Kudos to the Bitrise team for creating a spot on kickass solution for Continuous Integration in mobile. All setup in less than an hour without any hassles… Using them is a must for any team!
So happy I’m joining @TheHackTrain to go #HackTheRails on the 4th of November. It’s a great honour to be invited to an event as awesome as this! I’ve already got my hi-tech travel bags packed I’m so excited…
Normally, developing a keyboard interface starts with putting a UITextField, a UITextField, or another UIResponder into your application’s view hierarchy…
And then this component becomes a statement: “From here forth, I declare this view to be a keyboard input view”. Except… Well… it isn’t, or at least doesn’t act like it. Unless you manage the layout of your content by implementing your keyboard notifications, the app’s main view will not respond or adapt to the keyboard update, and all sort of messed up situations can arise from this, like the keyboard overlaying your UITextField, UIScrollViews not being able to scroll or UITableViews not being able to display their last rows of content.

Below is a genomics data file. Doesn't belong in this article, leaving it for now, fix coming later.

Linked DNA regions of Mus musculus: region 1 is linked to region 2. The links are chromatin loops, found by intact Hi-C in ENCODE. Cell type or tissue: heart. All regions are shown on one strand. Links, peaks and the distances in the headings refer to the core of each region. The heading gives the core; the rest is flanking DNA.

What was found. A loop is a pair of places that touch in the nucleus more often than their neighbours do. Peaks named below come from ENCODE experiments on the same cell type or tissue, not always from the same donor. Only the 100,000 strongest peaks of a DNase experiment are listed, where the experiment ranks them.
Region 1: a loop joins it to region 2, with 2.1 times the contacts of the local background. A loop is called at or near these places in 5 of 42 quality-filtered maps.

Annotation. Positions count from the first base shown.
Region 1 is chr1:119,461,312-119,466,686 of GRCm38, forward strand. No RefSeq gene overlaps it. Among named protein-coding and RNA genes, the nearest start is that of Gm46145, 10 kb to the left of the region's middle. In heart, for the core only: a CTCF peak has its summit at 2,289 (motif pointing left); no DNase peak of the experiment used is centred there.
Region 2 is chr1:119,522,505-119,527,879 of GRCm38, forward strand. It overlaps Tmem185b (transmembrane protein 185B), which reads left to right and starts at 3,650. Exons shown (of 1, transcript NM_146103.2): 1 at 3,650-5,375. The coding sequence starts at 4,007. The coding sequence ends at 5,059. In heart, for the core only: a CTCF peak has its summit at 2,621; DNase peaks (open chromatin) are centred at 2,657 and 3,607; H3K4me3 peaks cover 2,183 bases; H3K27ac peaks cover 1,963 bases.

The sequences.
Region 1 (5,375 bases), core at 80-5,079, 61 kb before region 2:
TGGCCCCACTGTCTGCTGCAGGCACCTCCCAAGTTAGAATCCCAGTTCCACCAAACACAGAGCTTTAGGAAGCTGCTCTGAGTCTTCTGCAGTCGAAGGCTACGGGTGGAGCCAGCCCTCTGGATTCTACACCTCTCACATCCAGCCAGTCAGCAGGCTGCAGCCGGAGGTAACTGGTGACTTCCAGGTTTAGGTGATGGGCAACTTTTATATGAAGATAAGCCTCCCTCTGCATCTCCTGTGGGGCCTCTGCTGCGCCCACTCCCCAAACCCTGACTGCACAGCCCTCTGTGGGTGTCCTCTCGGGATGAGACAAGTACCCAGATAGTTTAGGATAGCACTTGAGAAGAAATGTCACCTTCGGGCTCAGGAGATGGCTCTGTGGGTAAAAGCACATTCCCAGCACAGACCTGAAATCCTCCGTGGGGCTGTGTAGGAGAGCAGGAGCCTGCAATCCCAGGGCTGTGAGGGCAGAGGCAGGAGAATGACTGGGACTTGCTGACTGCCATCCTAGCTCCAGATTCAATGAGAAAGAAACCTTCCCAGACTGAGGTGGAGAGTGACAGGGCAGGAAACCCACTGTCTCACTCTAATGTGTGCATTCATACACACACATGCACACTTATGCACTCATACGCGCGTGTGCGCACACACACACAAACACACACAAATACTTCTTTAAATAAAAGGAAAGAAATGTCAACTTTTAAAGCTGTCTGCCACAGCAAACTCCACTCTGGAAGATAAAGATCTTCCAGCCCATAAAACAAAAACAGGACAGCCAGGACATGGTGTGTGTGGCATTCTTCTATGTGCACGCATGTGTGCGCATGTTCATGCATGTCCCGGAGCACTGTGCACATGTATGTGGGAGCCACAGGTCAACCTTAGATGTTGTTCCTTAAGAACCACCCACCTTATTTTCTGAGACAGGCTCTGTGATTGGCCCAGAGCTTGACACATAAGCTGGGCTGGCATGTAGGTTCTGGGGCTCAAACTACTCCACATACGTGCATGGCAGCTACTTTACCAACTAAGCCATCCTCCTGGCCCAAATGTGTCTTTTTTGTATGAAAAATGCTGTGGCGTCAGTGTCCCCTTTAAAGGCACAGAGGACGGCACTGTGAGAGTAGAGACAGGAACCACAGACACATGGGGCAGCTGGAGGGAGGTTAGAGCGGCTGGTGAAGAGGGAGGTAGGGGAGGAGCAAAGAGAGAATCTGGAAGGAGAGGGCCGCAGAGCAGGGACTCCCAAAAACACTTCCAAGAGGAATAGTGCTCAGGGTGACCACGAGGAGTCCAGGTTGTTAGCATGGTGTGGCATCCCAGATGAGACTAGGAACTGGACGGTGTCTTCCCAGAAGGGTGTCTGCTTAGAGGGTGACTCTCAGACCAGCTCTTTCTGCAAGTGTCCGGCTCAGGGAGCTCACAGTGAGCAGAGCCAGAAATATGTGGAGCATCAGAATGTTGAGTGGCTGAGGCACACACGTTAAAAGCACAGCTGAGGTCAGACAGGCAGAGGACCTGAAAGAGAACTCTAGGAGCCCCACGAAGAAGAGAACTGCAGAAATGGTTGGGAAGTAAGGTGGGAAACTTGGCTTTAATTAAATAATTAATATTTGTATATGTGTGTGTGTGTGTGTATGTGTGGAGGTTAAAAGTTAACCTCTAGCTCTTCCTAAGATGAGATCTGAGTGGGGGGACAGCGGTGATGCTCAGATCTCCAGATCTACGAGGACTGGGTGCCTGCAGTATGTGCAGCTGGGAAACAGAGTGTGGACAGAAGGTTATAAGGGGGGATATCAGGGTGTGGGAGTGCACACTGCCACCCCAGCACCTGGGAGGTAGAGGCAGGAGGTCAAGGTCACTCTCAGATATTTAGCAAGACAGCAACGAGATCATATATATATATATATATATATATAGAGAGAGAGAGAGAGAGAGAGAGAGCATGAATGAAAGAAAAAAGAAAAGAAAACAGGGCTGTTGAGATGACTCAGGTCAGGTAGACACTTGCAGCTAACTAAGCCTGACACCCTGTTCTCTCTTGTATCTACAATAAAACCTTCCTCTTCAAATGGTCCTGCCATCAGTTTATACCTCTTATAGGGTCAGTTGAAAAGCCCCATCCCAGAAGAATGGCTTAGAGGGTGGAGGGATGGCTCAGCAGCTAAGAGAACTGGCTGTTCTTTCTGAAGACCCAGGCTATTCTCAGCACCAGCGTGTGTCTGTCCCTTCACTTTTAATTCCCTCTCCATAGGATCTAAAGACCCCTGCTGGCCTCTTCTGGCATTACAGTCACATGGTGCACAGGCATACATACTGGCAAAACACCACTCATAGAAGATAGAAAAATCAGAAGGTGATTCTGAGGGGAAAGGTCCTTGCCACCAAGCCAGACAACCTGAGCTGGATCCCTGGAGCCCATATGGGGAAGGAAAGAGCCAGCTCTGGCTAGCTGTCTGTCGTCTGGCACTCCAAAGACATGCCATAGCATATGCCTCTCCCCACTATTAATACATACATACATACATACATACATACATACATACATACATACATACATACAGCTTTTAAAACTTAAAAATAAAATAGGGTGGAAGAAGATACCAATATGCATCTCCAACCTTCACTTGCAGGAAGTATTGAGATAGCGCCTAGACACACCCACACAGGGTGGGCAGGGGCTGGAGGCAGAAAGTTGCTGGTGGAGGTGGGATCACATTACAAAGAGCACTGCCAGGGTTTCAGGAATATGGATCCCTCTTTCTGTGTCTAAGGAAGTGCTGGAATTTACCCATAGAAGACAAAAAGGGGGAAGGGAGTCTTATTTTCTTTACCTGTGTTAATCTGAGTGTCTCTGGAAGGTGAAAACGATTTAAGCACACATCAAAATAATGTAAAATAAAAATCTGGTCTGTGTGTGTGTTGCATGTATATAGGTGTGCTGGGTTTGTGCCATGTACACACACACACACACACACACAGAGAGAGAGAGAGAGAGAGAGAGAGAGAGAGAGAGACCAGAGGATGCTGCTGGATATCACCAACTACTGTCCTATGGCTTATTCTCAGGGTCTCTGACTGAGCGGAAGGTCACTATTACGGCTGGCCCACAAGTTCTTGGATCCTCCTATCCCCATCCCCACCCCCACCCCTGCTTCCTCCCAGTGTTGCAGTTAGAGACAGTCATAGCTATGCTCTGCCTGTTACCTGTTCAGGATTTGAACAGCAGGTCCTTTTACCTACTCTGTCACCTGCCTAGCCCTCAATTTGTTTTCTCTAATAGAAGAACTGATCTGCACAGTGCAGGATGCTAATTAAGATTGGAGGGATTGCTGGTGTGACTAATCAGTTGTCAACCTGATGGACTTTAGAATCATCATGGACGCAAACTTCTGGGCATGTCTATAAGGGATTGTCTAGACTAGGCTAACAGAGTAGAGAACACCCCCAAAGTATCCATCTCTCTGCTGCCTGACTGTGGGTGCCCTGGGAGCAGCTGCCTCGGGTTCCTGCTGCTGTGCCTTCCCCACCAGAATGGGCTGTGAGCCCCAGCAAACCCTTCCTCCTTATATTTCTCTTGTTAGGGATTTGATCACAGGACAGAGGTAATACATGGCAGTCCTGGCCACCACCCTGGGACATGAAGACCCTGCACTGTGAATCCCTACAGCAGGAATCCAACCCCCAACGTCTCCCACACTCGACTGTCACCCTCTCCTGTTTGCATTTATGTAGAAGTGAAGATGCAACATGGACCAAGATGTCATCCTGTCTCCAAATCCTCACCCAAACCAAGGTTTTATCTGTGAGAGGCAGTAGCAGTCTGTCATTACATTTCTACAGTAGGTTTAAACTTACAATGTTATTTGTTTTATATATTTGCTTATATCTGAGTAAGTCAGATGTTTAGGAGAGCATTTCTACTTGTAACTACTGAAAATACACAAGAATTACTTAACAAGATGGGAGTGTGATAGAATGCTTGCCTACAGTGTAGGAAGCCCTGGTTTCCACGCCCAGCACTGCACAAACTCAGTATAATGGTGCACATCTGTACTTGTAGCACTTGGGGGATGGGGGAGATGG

The use of subscripts in Swift has added a few nice features to its predecessor in Obj-C, not only for reading, but also for writing your own implementations.
If you are not familiar with subscripts, they define the logic that allows you to write shortcut accessors and setters for objects that can be understood as a collection, and are most commonly used in Arrays and Dictionaries:
var array = ["Hello", " ", "World", "!"] array //subscript returns "World" array = "Everybody" //The word "World" is now replaced with "Everybody" using a subscript